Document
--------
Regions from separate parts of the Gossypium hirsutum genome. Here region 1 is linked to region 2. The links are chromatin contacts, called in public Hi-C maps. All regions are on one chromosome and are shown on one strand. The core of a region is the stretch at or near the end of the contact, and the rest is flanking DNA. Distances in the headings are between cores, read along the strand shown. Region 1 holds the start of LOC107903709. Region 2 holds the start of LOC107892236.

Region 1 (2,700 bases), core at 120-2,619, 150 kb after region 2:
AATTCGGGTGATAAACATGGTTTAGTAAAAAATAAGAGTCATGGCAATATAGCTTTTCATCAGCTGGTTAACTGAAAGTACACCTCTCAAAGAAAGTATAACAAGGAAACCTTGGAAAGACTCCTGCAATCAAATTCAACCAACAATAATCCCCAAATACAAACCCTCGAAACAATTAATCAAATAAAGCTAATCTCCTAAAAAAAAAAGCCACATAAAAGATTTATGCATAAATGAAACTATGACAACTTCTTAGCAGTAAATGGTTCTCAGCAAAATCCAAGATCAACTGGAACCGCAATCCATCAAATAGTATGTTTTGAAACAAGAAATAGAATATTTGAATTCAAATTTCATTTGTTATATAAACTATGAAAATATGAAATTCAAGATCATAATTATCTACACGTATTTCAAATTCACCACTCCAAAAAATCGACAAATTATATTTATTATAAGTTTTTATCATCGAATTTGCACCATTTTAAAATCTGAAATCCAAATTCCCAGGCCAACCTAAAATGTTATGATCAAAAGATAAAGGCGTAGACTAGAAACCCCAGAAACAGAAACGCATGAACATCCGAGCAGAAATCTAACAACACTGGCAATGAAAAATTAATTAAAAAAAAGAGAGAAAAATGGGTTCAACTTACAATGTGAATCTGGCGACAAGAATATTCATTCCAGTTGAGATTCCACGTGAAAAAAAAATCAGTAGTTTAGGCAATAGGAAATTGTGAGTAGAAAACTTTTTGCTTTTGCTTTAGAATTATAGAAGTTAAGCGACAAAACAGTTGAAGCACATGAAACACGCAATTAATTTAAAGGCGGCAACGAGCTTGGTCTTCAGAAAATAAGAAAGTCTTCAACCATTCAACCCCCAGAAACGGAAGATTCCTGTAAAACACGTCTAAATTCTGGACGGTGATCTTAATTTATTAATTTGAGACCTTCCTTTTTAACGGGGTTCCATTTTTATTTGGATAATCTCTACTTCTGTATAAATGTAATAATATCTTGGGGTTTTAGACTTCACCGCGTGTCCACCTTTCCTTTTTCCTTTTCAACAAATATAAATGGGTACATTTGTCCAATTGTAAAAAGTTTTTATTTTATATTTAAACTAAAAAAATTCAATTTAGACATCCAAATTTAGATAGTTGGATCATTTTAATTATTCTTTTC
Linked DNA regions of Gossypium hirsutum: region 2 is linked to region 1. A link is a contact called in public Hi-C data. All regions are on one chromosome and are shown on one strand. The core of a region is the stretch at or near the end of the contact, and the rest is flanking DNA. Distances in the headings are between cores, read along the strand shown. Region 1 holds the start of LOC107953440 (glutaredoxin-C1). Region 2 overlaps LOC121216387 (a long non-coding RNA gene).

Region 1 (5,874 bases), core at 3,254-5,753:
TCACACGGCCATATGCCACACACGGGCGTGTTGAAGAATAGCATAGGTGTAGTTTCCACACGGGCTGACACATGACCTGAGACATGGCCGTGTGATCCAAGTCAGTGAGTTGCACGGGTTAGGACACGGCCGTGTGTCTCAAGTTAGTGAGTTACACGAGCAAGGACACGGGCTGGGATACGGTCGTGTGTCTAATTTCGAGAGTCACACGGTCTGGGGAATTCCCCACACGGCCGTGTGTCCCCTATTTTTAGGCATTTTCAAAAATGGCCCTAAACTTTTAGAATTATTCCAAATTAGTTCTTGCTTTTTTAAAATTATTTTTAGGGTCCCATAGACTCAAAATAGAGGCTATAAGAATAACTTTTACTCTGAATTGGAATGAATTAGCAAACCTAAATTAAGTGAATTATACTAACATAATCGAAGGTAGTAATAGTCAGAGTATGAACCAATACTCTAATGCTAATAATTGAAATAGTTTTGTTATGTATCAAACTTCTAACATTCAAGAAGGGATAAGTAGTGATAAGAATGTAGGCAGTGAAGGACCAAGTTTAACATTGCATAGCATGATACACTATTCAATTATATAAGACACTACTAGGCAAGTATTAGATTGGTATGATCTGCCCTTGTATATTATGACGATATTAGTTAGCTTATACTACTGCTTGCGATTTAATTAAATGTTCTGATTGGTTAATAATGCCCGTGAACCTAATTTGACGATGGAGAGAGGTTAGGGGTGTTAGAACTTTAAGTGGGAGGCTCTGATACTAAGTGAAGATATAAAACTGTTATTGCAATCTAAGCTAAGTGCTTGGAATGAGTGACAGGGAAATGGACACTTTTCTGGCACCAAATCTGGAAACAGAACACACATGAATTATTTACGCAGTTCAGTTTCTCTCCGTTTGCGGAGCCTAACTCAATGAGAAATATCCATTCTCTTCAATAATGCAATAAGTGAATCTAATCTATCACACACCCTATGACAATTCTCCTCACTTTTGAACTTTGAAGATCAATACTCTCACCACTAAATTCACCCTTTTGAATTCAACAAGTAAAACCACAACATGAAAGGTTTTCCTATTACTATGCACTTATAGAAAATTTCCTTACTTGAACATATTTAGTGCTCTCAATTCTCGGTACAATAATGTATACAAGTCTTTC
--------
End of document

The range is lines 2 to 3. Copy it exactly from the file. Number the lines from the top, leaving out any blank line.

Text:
Region 1 (2,700 bases), core at 120-2,619, 150 kb after region 2:
AATTCGGGTGATAAACATGGTTTAGTAAAAAATAAGAGTCATGGCAATATAGCTTTTCATCAGCTGGTTAACTGAAAGTACACCTCTCAAAGAAAGTATAACAAGGAAACCTTGGAAAGACTCCTGCAATCAAATTCAACCAACAATAATCCCCAAATACAAACCCTCGAAACAATTAATCAAATAAAGCTAATCTCCTAAAAAAAAAAGCCACATAAAAGATTTATGCATAAATGAAACTATGACAACTTCTTAGCAGTAAATGGTTCTCAGCAAAATCCAAGATCAACTGGAACCGCAATCCATCAAATAGTATGTTTTGAAACAAGAAATAGAATATTTGAATTCAAATTTCATTTGTTATATAAACTATGAAAATATGAAATTCAAGATCATAATTATCTACACGTATTTCAAATTCACCACTCCAAAAAATCGACAAATTATATTTATTATAAGTTTTTATCATCGAATTTGCACCATTTTAAAATCTGAAATCCAAATTCCCAGGCCAACCTAAAATGTTATGATCAAAAGATAAAGGCGTAGACTAGAAACCCCAGAAACAGAAACGCATGAACATCCGAGCAGAAATCTAACAACACTGGCAATGAAAAATTAATTAAAAAAAAGAGAGAAAAATGGGTTCAACTTACAATGTGAATCTGGCGACAAGAATATTCATTCCAGTTGAGATTCCACGTGAAAAAAAAATCAGTAGTTTAGGCAATAGGAAATTGTGAGTAGAAAACTTTTTGCTTTTGCTTTAGAATTATAGAAGTTAAGCGACAAAACAGTTGAAGCACATGAAACACGCAATTAATTTAAAGGCGGCAACGAGCTTGGTCTTCAGAAAATAAGAAAGTCTTCAACCATTCAACCCCCAGAAACGGAAGATTCCTGTAAAACACGTCTAAATTCTGGACGGTGATCTTAATTTATTAATTTGAGACCTTCCTTTTTAACGGGGTTCCATTTTTATTTGGATAATCTCTACTTCTGTATAAATGTAATAATATCTTGGGGTTTTAGACTTCACCGCGTGTCCACCTTTCCTTTTTCCTTTTCAACAAATATAAATGGGTACATTTGTCCAATTGTAAAAAGTTTTTATTTTATATTTAAACTAAAAAAATTCAATTTAGACATCCAAATTTAGATAGTTGGATCATTTTAATTATTCTTTTC